Hence the decision he made as a teenager growing up in Buenos Aires? “I played both football,” he explains, “and then I had to make a choice because with school and everything it was too much. I decided to go with the rugby club because that’s where my friends were. I love football but I don’t think I could have been a professional.”
Saracens have been England’s most consistent team in Europe in recent years, with a semi-final in 2013 and a losing final to Toulon last season. They played Racing four times in 2010-11 and 2012-13, losing in Watford and winning in Paris, Brussels and Nantes.
This season the French club, whose legendary flamboyance in the 1980s included wearing bow-ties on the pitch and quaffing champagne at half-time, have been deadly serious in reaching their first European quarter-final.
They are No 1, seeds, having already beaten Northampton home and away in the pool, although oddly the team with that ranking has never gone on to lift the cup. “Racing have come through a little under the radar but they’re the favourites, playing at home,” said Mark McCall, Saracens’ director of rugby.
When Bosch arrived in Biarritz, that French Atlantic town where rugby vies with surfing for the greatest affection, Racing were languishing in the second division. They have since come to epitomise the modern French scene: with a wealthy owner (Jacky Lorenzetti) and loads of foreign imports, they are disputing the Top 14 title with Toulon, Clermont Auvergne, Stade Français and Toulouse. They also have Ireland’s Johnny Sexton and Wales’ Jamie Roberts as blue-chip string-pullers.
Meanwhile, Biarritz have gone from fielding half the France national team when Bosch joined, and contesting two Heineken Cup finals, to a sad demise and relegation. “I have really good memories of my life in Biarritz,” he says , “but the club never evolved and that’s how they got overtaken by others.”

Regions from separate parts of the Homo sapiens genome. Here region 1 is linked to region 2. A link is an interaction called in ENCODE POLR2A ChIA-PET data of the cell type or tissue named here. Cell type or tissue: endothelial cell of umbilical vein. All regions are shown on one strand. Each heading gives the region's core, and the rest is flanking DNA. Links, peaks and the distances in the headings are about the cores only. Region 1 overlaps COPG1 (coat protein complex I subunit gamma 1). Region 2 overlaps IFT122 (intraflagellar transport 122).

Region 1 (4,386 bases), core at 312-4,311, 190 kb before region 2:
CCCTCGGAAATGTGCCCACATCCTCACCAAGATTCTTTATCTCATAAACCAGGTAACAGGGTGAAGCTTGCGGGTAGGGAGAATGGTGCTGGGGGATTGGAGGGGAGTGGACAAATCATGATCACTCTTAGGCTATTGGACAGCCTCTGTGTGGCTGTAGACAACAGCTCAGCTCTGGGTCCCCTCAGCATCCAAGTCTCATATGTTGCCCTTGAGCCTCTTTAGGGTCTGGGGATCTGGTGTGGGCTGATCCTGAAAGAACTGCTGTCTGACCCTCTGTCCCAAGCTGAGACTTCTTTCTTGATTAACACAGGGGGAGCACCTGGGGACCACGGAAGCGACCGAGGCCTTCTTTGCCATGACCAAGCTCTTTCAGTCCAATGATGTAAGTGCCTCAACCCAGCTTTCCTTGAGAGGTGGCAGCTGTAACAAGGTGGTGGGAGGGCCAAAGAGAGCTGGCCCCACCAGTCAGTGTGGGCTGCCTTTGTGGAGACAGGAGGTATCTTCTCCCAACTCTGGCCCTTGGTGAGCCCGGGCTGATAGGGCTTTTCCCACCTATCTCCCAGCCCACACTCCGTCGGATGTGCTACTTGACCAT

Bosch’s fellow Puma, the wing Juan Imhoff, has scored five European tries for Racing this season, while Saracens’ Chris Ashton was the competition’s top try-scorer last season and, with Dave Strettle, forms a threat described by McCall as “the two best finishers in England”.
Bosch prefers an analogy harking back to his youth. “They are strikers, like No 9s in football,” he says with a smile. “Saracens is totally different to Biarritz. The structure is incredible. I wanted to experience another culture, another way of playing rugby and another language. This club has a human quality, in the players and the staff, it’s such a positive atmosphere, and you’re keen every day to come to training and to give your best for the team.”
European Pumas - 10 best Argentines
Joaquin Tuculet (Cardiff Blues)
Full-back, age 25, caps 20
Horacio Agulla (Bath)
Wing, 30, 58
Marcos Ayerza (Leicester)
Loose-head prop, 32, 57
Marcelo Bosch (Saracens)
Centre, 31, 33
Agustin Creevy (Worcester)
Hooker, 30, 26
Juan Manuel Leguizamon (Lyon)
Flanker/No 8, 31, 59
Juan Imhoff (Racing Métro)
Wing, 26, 26
Tomas Lavanini (Racing Métro)
Lock, 22, 18
Juan Fernandez Lobbe (Toulon)
Flanker/No 8, 33, 61
Juan Martin Hernandez (Toulon)
Centre, 32, 52Reuse content